ONCE ASKED who he considered was his historical parallel, Carlos Montoya answered: 'Columbus, because of my zeal in 'discovering' new chords.' The comment, made without irony, sums up the benign arrogance that characterised the US-based Spanish flamenco guitarist.
Montoya, a gypsy who was born in Madrid's former Jewish quarter of Lavapies in 1903, was taught to play guitar by his mother and a neighbour who was a barber. He never learnt to read music, but allowed others to score his innumerable compositions. 'For me, musical texts are mere guides. I believe in improvisation, which is the basis of flamenco guitar.'
But, oddly enough, Montoya's importance was not so much as an improviser of flamenco. In the 1950s, and encouraged by his American wife Sally MacLean, Montoya became the first flamenco guitarist to dispense with accompaniment and elevate the instrument to sole protagonist - until then, the guitar was used to accompany singers and dancers. Montoya transferred his art to the concert hall, becoming a concert guitarist, playing frequently with symphony orchestras.
The most famous of his 40-odd albums is Suite Flamenca (1966), recorded with the St Louis Symphony Orchestra. Nobody had done such a thing before with the flamenco guitar. On his 80th birthday, Montoya played at Carnegie Hall. But he never forgot the intimacy of flamenco. When he was 85, he performed at the Village Gate in Manhattan to a capacity 450 audience, exactly 30 years after playing at the club on its opening night.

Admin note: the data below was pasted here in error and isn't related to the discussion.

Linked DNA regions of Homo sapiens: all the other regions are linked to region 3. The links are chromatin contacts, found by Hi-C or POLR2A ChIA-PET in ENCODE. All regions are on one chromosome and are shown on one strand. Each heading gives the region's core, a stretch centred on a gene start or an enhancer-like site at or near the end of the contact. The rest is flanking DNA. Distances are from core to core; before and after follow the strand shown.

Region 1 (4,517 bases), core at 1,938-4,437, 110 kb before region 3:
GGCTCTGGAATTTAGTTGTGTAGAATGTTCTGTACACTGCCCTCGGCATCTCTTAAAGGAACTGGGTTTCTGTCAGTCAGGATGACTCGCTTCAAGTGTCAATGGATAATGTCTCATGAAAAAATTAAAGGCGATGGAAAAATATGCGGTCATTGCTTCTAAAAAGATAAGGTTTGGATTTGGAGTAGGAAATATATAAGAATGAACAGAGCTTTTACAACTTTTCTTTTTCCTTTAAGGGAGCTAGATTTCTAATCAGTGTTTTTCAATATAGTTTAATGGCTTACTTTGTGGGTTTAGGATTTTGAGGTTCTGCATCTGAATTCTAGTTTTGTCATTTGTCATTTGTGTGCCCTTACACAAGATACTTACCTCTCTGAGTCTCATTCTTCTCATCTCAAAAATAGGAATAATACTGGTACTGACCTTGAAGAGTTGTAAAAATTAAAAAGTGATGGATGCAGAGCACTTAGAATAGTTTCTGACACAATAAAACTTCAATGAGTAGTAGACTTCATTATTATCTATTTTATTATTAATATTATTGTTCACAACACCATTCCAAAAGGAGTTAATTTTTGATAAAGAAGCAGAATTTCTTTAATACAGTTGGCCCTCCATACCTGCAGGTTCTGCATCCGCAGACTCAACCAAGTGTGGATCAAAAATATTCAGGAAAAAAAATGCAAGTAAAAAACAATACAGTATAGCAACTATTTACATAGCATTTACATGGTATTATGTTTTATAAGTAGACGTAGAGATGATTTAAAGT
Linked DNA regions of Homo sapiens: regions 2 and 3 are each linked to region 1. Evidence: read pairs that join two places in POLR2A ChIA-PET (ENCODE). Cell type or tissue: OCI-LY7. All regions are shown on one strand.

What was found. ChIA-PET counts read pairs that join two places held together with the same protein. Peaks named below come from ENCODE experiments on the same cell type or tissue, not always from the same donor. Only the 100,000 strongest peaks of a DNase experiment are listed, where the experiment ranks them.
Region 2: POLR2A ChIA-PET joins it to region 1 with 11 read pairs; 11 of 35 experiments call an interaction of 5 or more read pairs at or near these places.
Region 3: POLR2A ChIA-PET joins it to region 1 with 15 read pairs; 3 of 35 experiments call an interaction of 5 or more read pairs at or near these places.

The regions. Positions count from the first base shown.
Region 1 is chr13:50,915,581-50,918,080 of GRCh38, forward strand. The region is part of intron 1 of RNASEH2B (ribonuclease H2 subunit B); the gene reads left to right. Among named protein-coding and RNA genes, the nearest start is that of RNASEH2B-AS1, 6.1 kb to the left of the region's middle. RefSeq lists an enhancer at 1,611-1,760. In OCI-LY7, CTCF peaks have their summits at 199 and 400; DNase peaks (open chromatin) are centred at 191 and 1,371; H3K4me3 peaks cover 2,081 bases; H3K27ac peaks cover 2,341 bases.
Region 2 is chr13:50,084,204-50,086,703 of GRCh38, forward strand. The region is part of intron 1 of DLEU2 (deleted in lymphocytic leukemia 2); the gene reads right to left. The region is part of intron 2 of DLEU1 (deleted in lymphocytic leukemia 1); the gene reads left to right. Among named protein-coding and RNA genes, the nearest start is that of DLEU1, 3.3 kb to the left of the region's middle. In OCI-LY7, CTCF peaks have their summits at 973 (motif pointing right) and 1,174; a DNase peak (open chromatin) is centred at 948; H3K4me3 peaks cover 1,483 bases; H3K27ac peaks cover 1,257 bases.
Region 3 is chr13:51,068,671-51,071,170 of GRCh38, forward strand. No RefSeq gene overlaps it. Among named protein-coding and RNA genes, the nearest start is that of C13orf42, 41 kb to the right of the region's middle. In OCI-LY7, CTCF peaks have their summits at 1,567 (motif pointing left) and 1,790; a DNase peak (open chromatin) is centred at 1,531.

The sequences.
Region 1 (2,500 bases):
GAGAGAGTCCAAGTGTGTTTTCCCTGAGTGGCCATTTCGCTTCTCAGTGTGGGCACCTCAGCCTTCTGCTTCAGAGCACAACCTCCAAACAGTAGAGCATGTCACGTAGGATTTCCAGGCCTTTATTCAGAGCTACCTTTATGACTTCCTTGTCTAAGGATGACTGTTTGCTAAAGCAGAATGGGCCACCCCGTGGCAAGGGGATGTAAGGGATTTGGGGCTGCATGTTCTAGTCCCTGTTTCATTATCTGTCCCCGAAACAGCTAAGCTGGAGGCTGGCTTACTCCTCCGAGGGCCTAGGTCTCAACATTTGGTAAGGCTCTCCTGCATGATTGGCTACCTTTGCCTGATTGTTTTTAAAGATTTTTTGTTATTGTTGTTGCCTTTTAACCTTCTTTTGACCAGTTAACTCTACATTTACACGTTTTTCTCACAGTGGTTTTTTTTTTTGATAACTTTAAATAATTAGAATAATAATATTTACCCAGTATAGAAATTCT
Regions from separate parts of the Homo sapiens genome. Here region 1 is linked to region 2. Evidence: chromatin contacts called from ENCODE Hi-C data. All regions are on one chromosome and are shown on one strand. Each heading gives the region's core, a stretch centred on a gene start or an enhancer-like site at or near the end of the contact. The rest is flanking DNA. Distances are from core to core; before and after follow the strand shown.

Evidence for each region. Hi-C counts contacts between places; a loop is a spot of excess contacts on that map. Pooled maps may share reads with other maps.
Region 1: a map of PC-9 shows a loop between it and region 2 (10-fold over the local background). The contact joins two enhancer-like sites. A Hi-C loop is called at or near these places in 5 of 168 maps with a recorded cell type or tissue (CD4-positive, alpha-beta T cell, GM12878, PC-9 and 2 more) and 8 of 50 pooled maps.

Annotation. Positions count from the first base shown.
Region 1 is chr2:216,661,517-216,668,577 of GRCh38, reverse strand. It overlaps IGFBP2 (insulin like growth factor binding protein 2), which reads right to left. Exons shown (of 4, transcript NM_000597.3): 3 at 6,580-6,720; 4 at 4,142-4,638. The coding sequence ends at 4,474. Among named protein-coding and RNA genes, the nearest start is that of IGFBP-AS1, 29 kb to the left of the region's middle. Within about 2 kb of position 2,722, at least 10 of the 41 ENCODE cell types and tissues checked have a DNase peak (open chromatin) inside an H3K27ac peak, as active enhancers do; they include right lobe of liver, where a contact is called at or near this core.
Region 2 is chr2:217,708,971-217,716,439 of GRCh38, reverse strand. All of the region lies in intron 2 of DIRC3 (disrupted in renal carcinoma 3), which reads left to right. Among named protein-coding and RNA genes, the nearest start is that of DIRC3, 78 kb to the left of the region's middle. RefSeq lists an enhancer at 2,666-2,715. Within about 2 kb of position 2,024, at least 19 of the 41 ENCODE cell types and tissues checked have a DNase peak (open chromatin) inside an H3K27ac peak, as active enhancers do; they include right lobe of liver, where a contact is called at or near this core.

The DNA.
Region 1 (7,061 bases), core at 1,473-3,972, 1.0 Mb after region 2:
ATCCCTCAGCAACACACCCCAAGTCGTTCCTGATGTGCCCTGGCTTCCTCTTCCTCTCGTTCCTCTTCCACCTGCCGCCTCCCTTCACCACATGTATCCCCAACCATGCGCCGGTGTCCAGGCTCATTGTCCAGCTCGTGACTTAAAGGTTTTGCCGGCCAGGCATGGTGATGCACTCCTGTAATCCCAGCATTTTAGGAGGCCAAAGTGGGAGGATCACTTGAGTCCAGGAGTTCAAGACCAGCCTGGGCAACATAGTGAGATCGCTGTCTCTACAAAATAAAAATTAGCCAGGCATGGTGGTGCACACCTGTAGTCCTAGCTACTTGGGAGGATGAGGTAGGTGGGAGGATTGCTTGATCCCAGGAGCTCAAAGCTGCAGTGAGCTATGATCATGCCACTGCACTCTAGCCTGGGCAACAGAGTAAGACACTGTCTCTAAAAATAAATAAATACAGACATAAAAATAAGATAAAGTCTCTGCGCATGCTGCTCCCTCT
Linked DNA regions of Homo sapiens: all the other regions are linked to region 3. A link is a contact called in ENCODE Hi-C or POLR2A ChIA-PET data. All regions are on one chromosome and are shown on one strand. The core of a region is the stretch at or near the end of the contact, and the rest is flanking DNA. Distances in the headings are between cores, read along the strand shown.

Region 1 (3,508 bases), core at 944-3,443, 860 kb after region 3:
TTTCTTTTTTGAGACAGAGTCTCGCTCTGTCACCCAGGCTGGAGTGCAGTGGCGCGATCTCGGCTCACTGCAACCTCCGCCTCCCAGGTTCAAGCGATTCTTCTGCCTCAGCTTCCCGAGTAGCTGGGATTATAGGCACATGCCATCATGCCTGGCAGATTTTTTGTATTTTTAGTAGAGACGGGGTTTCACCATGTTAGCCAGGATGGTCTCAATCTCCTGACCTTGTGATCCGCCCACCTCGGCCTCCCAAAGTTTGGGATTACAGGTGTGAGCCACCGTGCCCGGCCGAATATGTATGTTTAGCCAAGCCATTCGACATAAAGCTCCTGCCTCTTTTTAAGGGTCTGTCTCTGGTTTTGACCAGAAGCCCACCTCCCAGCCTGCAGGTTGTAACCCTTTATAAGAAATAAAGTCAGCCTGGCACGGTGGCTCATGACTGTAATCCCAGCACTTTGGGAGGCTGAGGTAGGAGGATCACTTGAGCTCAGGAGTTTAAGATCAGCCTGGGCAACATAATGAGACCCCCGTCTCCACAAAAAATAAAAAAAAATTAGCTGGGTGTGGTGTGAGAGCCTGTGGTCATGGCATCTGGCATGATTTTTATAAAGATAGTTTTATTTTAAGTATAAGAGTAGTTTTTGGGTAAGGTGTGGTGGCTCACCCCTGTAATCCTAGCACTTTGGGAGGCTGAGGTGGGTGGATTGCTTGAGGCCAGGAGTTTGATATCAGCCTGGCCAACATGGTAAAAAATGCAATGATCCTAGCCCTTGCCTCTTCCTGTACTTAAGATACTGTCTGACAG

However, Montoya's significance may in time be seen as more contemporary. Again under American influence - he lived in New York from 1940 - Montoya incorporated many forms into his music, including folk, country, jazz and blues. And one of the big debates under way today in what is called Spain's New Flamenco scene is the future of flamenco, especially since the death last year of its undisputed vocal king, Camaron de la Isla.
Since the early 1980s, many young gypsy artists have experimented with various crossover forms. Bands like Ketama and Pata Negra have used blues and salsa, for example, to point to possible future flamenco paths. What would Montoya have thought of all that? Which raises another interesting point. Montoya rarely played in Spain after the 1940s. His wife, Sally, said in 1988: 'We go to Spain every year to eat well, but Carlos doesn't want to perform there because everything has to be done through the Ministry of Culture and he hates bureaucracy.'
Elsewhere, however, he was a prolific performer. In 1979, he played 390 concerts, often three a day in different cities. He often joked that his second home was the aeroplane, and that there was not a town or city in the United States that he had not played.
Montoya began playing at the age of 14 in Madrid cafes and flamenco clubs with the greatest singers of the time - Manuel Pavon, Escasena, El Mochuelo, El Nino de los Lobitos. He played first in Paris and then in New York with the dancer Antonia Merce, 'la Argentina', but his wife convinced him by the 1950s to attempt the unheard-of - offer solo concerts.
He met Sally MacLean, a diplomat's daughter, in Paris in 1936 where she was learning Spanish dance, and they married in 1940.
There is much debate as to what extent Montoya ceased to play 'pure flamenco'. But few would disagree with the comment of Montoya's friend and fellow guitarist Felix de Utrera - 'When he plays, it's like listening to a gypsy harp.'
(Photograph omitted)Reuse content